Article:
You experience higher than expected CPU or memory usage on Microsoft Azure virtual machines (VMs) that were recently deployed on computers that are driven by Intel Skylake processors. According to Intel, this change affects VM performance and overall workload or application execution.
The issue is caused by an increase in the "pause" instruction delay for Intel Skylake processors. You may notice this issue particularly in Microsoft .NET Framework applications. This is because the Pause Latency change affects long and very long spin-wait loops that are common in .NET Framework.
In the most recent Skylake microarchitecture, Intel increased the Pause Latency value to up to 140 cycles. In earlier-generation microarchitecture, the Pause Latency value is about 10 cycles. According to Intel, this change was made to improve resource sharing.
For more information about the change and its effects, see section 8.4.7 of the following Intel PDF document:
Follow the steps in this section carefully. Serious problems might occur if you modify the registry incorrectly. Before you modify it, back up the registry for restoration in case problems occur.
Fix for this issue
To fix this issue, install .NET Framework October 2018 Security and Quality RollUp.
Note In .NET Framework 4.8, the fix is enabled by default. In .NET Framework 4.6.x and 4.7.x, the fix is disabled by default and can be manually enabled.
To enable the fix for the pause delay on Skylake processors, start Registry Editor, and add the Thread_NormalizeSpinWait key as a DWORD value to the following subkey:
Value Name: Thread_NormalizeSpinWait
Value data: 1
Note Other customer applications may also be affected by the timer configuration, even though this setting is not enabled by default in any version of .NET Framework. If the workload performance is still affected after the Pause Latency change, consider whether timers are a significant source of lock contention. If you determine that this is true, go to the "Fix for the timers" section.
Fix for the timers
To manually enable the fix, add the Switch.System.Threading.UseNetCoreTimer key as a String value to the following subkey:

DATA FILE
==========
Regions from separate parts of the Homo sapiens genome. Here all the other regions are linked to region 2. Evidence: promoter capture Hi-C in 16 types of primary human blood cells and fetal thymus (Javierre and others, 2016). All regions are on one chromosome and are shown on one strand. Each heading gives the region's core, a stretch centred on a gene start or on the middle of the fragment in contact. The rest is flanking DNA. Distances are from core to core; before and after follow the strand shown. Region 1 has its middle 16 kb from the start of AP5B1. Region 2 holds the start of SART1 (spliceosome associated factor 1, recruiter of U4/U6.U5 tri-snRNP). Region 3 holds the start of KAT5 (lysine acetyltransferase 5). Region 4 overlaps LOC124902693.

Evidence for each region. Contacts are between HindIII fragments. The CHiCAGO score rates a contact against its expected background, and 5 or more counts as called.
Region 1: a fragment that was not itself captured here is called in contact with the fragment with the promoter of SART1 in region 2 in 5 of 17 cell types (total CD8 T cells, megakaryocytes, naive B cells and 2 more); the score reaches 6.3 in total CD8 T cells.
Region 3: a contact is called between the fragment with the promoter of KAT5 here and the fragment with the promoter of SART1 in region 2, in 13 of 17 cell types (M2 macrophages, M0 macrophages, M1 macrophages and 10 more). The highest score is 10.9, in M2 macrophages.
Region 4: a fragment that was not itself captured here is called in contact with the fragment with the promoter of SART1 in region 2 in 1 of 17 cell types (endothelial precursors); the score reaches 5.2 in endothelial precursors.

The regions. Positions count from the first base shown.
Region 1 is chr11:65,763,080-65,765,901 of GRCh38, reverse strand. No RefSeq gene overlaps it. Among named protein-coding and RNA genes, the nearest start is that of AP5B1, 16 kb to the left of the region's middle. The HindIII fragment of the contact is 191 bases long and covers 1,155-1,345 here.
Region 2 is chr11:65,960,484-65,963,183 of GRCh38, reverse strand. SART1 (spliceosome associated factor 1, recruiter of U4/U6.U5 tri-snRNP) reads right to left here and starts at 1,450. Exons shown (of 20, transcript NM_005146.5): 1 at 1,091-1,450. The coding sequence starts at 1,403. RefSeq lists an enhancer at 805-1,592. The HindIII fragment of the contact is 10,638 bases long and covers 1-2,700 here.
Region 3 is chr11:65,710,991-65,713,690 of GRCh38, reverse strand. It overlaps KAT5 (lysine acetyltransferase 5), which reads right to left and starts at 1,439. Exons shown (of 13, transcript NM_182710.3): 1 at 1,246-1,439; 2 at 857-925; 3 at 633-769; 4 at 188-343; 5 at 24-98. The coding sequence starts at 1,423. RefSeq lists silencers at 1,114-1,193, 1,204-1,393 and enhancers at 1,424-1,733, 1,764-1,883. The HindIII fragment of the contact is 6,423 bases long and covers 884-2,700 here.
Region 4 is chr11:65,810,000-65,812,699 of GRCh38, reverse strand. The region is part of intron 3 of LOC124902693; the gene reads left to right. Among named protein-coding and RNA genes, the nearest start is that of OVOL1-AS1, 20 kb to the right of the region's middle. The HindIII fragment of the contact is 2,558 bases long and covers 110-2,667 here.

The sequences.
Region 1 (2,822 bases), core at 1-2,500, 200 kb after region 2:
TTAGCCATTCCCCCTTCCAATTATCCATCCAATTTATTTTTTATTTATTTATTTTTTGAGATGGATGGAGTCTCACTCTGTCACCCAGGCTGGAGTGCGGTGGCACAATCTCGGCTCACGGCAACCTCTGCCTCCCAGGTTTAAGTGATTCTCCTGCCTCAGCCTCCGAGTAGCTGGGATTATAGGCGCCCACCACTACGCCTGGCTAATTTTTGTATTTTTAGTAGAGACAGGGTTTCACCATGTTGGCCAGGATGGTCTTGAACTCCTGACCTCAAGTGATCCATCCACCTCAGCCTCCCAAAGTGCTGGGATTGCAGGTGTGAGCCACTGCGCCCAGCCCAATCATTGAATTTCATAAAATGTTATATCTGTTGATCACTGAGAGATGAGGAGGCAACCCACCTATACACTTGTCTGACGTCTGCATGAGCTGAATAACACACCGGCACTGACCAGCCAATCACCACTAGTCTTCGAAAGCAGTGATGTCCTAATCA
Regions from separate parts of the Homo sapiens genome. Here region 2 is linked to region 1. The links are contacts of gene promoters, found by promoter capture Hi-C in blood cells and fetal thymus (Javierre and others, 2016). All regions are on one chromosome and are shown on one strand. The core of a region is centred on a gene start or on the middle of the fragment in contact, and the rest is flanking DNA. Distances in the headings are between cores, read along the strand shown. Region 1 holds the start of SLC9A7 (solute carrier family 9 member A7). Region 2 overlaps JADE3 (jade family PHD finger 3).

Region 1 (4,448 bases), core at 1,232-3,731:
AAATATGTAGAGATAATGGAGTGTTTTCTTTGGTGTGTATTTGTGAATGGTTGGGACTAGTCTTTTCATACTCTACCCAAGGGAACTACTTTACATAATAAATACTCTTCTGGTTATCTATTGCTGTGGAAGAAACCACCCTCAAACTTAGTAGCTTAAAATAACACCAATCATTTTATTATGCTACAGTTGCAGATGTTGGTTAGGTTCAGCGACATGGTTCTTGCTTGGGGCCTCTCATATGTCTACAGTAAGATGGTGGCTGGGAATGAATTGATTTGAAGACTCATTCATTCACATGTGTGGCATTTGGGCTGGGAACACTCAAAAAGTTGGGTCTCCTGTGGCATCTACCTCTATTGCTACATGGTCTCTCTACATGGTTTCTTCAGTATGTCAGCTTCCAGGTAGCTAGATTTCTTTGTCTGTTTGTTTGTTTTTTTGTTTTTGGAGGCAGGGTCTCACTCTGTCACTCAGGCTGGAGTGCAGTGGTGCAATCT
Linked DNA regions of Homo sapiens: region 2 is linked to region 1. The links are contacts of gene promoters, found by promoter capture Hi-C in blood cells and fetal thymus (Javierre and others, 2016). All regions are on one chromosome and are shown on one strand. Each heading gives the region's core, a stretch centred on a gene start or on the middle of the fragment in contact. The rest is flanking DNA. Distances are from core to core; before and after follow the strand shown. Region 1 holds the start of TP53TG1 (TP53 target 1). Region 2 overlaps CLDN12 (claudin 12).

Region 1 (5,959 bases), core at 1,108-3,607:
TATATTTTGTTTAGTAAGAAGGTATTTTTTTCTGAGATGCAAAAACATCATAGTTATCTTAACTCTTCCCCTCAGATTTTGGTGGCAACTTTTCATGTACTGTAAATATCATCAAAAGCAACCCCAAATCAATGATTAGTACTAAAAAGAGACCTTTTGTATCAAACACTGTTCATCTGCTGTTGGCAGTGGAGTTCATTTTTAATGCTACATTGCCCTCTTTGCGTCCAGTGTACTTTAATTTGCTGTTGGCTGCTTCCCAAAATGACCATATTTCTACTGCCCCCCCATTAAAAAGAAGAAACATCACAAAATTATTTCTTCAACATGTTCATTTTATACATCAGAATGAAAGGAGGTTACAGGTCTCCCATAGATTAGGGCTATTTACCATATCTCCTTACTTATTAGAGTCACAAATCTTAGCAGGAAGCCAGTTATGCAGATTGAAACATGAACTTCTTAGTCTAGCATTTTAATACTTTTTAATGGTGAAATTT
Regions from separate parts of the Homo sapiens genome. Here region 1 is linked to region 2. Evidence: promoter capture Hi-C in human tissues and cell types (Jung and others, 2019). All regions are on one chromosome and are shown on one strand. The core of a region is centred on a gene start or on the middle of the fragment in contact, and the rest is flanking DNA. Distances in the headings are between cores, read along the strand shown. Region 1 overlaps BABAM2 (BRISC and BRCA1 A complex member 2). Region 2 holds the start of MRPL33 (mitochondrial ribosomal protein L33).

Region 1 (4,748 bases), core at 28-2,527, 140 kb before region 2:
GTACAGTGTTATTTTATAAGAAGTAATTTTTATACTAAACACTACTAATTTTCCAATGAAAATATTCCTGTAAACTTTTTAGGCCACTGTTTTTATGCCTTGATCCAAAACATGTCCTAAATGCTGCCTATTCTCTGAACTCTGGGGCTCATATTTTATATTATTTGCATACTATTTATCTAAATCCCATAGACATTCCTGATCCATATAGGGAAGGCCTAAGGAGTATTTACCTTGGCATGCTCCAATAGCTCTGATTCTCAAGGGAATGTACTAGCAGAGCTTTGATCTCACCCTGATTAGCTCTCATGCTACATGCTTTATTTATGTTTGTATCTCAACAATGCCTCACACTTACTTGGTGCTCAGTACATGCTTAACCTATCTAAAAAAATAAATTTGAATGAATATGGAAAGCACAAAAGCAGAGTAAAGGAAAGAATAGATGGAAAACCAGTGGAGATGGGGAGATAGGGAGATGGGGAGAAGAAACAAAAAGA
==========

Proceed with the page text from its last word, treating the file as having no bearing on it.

Value Name: Switch.System.Threading.UseNetCoreTimer
Value data: true
For more information about timers, see the "AppContext for library consumers” section of the following Microsoft Docs article:
Frequently asked questions
Q1: Does this change cause any harm if we also have UseNetCoreTimer enabled on all kinds of hardware?
A1: The timer fix is not currently enabled by default in any version of .NET Framework. We do not recommend that you change the default setting at the local level.
Q2: Are there any other known issues caused by the Pause Latency change in Skylake?
A2: The new Pause Latency measurement also consumes additional CPU time during startup. Typically, the value is about 10 ms of CPU time. The increased duration is considered to be necessary to get more reliable measurements and improve the ability to fix the issue. However, .NET Framework applications may also be short-running tools. The frequent use of such tools may cause greater CPU usage than before the fix was applied. This was considered to be an acceptable tradeoff in order to fix a larger problem and enable the fix by default in .NET Framework 4.8.
Q3: Is the Skylake Pause Latency fix guaranteed to solve my issue?
A3: No, the fix is not guaranteed. There could be other, unrelated elements outside this issue that affect specific workload performance. The effectiveness of the fix is gated on measurement quality. There are bounds in use to make sure that we don’t overscale spin counts in .NET Framework. However, bad measurements can occur when the VM is heavily loaded. This can prevent the fix from being effective. In the worst case (excluding the tradeoff that is mentioned in A2), this situation would be similar to the fix not being applied.
Q4: Do we have any guidance for support engineers about how we can detect that any perceived performance issue is caused by this change?
A4: You can determine this by profiling the application that's used. Comparing profiles that have similar loads between a pre–Skylake-based VM and a Skylake-based VM may show much more time relatively spent in clr!AwareLock::Contention on the Skylake VM. That would indicate that the pause delay fix would be useful if the VM runs on a Skylake processor.
For the timer fix, the call stack would show that clr!AwareLock::Contention is called by mscorlib.ni!System.Threading.TimerQueueTimer.Fire(). If the Fire() method or other methods on TimerQueueTimer are the primary source of contention, this would indicate that the timer fix would help.
It is also possible to monitor lock contention rates by using Performance Monitor. For more information, see the “Contention Rate / Sec” and “Total # of Contentions” entries for .NET CLR LocksAndThreads in the "Lock and thread performance counters" section of the following Microsoft Docs article: